Home Remedies for Depression
If you prefer natural therapies, then you might be searching for home remedies for depression. There is no evidence that any alternative treatment or home remedy is effective in treating moderate to severe depression. However, some people with mild depression may find benefit from home remedies through increased relaxation.

Relaxation can provide relief from depressive symptoms. It can also help you cope with some of the causes of depression, such as grief, anxiety, changing roles, and even physical pain. If you have depression and are considering using an alternative form of therapy, it is important to seek the advice of your health care provider.

What is an alternative therapy?
A health treatment that is not classified as standard Western medical practice is referred to as "alternative" or "complementary." Alternative therapy encompasses a variety of approaches. They include everything from diet and exercise to mental conditioning and lifestyle changes. Examples of alternative therapies include:

Chiropractic treatments
Guided imagery
Herbal remedies
Massage therapy

Which herbal remedies can help depression?
There is a wide variety of herbal therapies that people believe can treat many illnesses. For depression, St. John's wort and ginkgo biloba are the most popular for altering mood.

St. John's wort has been used for medical purposes in other parts of the world for thousands of years. But it hasn't been scientifically proven to treat moderate to severe depression. Ginkgo biloba is thought by some to improve memory and other intellectual functions. Again, the evidence is not conclusive.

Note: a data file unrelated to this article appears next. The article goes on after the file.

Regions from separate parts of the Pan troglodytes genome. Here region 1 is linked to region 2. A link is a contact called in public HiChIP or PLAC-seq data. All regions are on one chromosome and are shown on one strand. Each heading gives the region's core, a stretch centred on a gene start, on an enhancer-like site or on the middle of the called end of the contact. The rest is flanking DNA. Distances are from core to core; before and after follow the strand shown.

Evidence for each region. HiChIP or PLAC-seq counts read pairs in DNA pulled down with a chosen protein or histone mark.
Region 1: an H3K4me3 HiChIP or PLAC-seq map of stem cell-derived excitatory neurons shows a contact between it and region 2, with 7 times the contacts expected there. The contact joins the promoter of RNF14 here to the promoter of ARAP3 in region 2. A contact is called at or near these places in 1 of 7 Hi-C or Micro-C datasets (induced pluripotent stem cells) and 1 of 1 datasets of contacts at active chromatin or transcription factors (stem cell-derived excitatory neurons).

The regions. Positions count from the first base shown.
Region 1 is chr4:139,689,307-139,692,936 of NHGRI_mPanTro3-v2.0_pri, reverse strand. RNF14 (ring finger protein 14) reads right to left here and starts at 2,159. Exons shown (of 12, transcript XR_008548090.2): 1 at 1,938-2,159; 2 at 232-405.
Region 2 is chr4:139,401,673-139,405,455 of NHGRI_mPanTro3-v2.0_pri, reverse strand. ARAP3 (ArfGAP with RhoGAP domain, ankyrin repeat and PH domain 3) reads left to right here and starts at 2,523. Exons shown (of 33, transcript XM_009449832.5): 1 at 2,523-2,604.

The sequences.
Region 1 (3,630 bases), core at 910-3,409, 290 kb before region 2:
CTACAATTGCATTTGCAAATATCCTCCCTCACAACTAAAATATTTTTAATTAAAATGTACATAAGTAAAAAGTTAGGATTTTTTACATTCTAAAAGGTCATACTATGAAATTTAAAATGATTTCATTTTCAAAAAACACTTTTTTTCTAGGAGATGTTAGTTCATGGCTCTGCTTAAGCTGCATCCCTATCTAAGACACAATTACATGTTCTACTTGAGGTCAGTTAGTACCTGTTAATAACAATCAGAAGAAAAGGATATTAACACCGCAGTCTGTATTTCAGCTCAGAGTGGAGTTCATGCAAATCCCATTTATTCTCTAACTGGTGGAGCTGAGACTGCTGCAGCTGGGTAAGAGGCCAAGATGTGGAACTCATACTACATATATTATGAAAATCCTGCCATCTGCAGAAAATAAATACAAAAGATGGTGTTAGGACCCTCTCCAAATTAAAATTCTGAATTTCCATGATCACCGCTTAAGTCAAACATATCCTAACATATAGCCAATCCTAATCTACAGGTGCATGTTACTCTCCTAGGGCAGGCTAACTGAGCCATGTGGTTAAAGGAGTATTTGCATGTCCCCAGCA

Any herbal supplement should be treated just like a medication. It requires caution and should be taken only after consulting your doctor. Your doctor can help you weigh the risks and potential benefits. That way, you can make an informed decision.

Is meditation helpful for depression?
Meditation is sometimes described as an altered state of consciousness. It is a form of relaxation that, unlike sleep, is entered into purposely. Meditation is usually practiced regularly for at least 10 minutes each day. While the body is at rest, the mind is cleared by focusing on one thought -- sometimes a word, a phrase, or a particular scene.

Relaxation is marked by decreased muscle tension and respiration, lower blood pressure and heart rate, and improved circulation. The relaxation response summoned by meditation slows down the sympathetic nervous system. In addition to slowing the heart rate and lowering blood pressure, this response can also lead to:

Decreased sweat production
Decreased oxygen consumption
Decreased catecholamine production (chemicals associated with the stress response)
Decreased cortisol production (stress hormone)
Once you’ve learned the physiological process of relaxing, you can summon this decrease in sympathetic arousal with many different interventions. In addition to meditation, you can use a number of other approaches such as progressive muscle relaxation, guided imagery, or music therapy.

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